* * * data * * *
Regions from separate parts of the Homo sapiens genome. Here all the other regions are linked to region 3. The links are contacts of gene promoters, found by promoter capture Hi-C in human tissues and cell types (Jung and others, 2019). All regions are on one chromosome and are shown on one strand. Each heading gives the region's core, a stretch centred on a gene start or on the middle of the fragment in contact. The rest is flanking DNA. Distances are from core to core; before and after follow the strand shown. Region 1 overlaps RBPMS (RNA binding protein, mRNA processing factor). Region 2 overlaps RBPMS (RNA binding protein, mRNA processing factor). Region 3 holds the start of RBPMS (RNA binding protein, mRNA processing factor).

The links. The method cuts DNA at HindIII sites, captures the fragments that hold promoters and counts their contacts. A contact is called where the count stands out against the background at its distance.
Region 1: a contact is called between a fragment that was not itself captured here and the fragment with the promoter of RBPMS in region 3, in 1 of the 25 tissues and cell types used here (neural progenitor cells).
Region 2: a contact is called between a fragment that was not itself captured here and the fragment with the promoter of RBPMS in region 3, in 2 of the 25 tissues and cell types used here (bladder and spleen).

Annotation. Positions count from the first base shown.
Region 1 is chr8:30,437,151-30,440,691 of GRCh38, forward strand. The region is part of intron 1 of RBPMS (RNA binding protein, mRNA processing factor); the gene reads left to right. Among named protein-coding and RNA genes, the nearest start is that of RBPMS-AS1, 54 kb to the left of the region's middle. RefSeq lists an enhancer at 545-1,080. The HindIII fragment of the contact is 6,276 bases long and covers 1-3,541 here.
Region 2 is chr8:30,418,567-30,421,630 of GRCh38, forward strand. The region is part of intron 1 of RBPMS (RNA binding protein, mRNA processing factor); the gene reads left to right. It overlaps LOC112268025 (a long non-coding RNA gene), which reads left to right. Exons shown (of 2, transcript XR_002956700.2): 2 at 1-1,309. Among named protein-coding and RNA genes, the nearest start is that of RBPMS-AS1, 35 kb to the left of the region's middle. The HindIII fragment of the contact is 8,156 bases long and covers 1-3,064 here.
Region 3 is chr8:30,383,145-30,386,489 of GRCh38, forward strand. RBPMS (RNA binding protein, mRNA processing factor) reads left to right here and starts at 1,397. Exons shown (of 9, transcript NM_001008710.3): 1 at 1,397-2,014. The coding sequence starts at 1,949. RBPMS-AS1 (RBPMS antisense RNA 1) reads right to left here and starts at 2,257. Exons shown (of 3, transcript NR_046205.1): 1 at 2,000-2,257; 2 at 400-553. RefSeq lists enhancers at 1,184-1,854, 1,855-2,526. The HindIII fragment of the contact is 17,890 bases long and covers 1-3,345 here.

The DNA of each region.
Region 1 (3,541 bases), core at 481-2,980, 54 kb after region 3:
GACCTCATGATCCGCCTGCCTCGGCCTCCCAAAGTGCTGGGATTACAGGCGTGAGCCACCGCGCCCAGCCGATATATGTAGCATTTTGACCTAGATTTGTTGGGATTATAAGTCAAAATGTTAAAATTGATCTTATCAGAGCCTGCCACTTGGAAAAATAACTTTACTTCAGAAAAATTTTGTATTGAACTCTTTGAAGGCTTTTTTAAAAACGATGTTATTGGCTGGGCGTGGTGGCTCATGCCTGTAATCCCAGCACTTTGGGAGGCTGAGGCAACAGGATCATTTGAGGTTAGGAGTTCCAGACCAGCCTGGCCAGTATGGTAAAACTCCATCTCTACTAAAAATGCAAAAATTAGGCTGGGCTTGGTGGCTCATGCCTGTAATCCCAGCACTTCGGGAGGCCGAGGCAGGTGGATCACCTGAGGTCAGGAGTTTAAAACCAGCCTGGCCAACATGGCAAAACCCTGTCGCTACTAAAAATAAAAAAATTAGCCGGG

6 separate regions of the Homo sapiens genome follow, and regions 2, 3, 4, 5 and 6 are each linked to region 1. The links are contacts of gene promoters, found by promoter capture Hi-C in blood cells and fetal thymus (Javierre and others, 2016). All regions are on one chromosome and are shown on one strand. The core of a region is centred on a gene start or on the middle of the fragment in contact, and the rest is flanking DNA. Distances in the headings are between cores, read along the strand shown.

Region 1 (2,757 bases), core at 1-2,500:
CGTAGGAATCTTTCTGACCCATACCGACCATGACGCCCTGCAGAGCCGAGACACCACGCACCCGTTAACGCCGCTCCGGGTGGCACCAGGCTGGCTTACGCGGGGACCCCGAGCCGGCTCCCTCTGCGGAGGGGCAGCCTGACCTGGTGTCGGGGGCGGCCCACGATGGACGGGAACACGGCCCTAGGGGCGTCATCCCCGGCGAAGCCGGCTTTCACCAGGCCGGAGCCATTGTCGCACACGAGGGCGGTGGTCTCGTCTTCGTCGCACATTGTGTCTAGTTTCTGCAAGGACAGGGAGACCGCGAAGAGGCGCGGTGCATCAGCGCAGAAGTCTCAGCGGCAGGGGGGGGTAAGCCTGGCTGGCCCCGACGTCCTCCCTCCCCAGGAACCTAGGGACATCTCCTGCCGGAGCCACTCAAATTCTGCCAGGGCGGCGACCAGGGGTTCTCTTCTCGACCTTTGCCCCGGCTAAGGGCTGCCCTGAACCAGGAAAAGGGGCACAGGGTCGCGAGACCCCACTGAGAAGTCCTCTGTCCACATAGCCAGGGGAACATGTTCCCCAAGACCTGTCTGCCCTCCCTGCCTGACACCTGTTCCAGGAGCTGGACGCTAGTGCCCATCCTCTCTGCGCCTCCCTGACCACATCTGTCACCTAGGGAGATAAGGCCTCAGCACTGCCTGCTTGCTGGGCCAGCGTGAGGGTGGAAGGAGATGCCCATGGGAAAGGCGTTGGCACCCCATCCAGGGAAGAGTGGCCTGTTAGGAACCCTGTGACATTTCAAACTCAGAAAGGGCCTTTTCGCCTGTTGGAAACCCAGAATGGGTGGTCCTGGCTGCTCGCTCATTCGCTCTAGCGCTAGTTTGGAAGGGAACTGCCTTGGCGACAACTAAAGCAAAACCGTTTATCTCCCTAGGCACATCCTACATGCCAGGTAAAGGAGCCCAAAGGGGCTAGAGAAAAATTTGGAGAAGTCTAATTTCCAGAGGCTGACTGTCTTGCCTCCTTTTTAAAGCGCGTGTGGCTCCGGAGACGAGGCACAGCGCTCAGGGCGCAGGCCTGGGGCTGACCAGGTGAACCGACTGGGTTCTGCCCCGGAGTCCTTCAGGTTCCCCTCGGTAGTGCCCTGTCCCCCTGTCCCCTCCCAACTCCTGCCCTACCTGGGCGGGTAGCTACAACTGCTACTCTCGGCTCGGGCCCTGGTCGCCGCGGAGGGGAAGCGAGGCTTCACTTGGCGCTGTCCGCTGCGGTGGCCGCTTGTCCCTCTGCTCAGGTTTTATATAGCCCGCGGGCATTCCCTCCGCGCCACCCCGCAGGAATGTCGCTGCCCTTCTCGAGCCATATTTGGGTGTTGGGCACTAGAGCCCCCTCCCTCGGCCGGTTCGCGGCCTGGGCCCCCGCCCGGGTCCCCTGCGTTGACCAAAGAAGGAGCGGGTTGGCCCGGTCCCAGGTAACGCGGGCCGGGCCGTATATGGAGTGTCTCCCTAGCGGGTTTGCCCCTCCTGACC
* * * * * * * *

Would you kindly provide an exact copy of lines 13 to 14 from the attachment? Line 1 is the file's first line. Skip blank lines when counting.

Region 1 (2,757 bases), core at 1-2,500:
CGTAGGAATCTTTCTGACCCATACCGACCATGACGCCCTGCAGAGCCGAGACACCACGCACCCGTTAACGCCGCTCCGGGTGGCACCAGGCTGGCTTACGCGGGGACCCCGAGCCGGCTCCCTCTGCGGAGGGGCAGCCTGACCTGGTGTCGGGGGCGGCCCACGATGGACGGGAACACGGCCCTAGGGGCGTCATCCCCGGCGAAGCCGGCTTTCACCAGGCCGGAGCCATTGTCGCACACGAGGGCGGTGGTCTCGTCTTCGTCGCACATTGTGTCTAGTTTCTGCAAGGACAGGGAGACCGCGAAGAGGCGCGGTGCATCAGCGCAGAAGTCTCAGCGGCAGGGGGGGGTAAGCCTGGCTGGCCCCGACGTCCTCCCTCCCCAGGAACCTAGGGACATCTCCTGCCGGAGCCACTCAAATTCTGCCAGGGCGGCGACCAGGGGTTCTCTTCTCGACCTTTGCCCCGGCTAAGGGCTGCCCTGAACCAGGAAAAGGGGCACAGGGTCGCGAGACCCCACTGAGAAGTCCTCTGTCCACATAGCCAGGGGAACATGTTCCCCAAGACCTGTCTGCCCTCCCTGCCTGACACCTGTTCCAGGAGCTGGACGCTAGTGCCCATCCTCTCTGCGCCTCCCTGACCACATCTGTCACCTAGGGAGATAAGGCCTCAGCACTGCCTGCTTGCTGGGCCAGCGTGAGGGTGGAAGGAGATGCCCATGGGAAAGGCGTTGGCACCCCATCCAGGGAAGAGTGGCCTGTTAGGAACCCTGTGACATTTCAAACTCAGAAAGGGCCTTTTCGCCTGTTGGAAACCCAGAATGGGTGGTCCTGGCTGCTCGCTCATTCGCTCTAGCGCTAGTTTGGAAGGGAACTGCCTTGGCGACAACTAAAGCAAAACCGTTTATCTCCCTAGGCACATCCTACATGCCAGGTAAAGGAGCCCAAAGGGGCTAGAGAAAAATTTGGAGAAGTCTAATTTCCAGAGGCTGACTGTCTTGCCTCCTTTTTAAAGCGCGTGTGGCTCCGGAGACGAGGCACAGCGCTCAGGGCGCAGGCCTGGGGCTGACCAGGTGAACCGACTGGGTTCTGCCCCGGAGTCCTTCAGGTTCCCCTCGGTAGTGCCCTGTCCCCCTGTCCCCTCCCAACTCCTGCCCTACCTGGGCGGGTAGCTACAACTGCTACTCTCGGCTCGGGCCCTGGTCGCCGCGGAGGGGAAGCGAGGCTTCACTTGGCGCTGTCCGCTGCGGTGGCCGCTTGTCCCTCTGCTCAGGTTTTATATAGCCCGCGGGCATTCCCTCCGCGCCACCCCGCAGGAATGTCGCTGCCCTTCTCGAGCCATATTTGGGTGTTGGGCACTAGAGCCCCCTCCCTCGGCCGGTTCGCGGCCTGGGCCCCCGCCCGGGTCCCCTGCGTTGACCAAAGAAGGAGCGGGTTGGCCCGGTCCCAGGTAACGCGGGCCGGGCCGTATATGGAGTGTCTCCCTAGCGGGTTTGCCCCTCCTGACC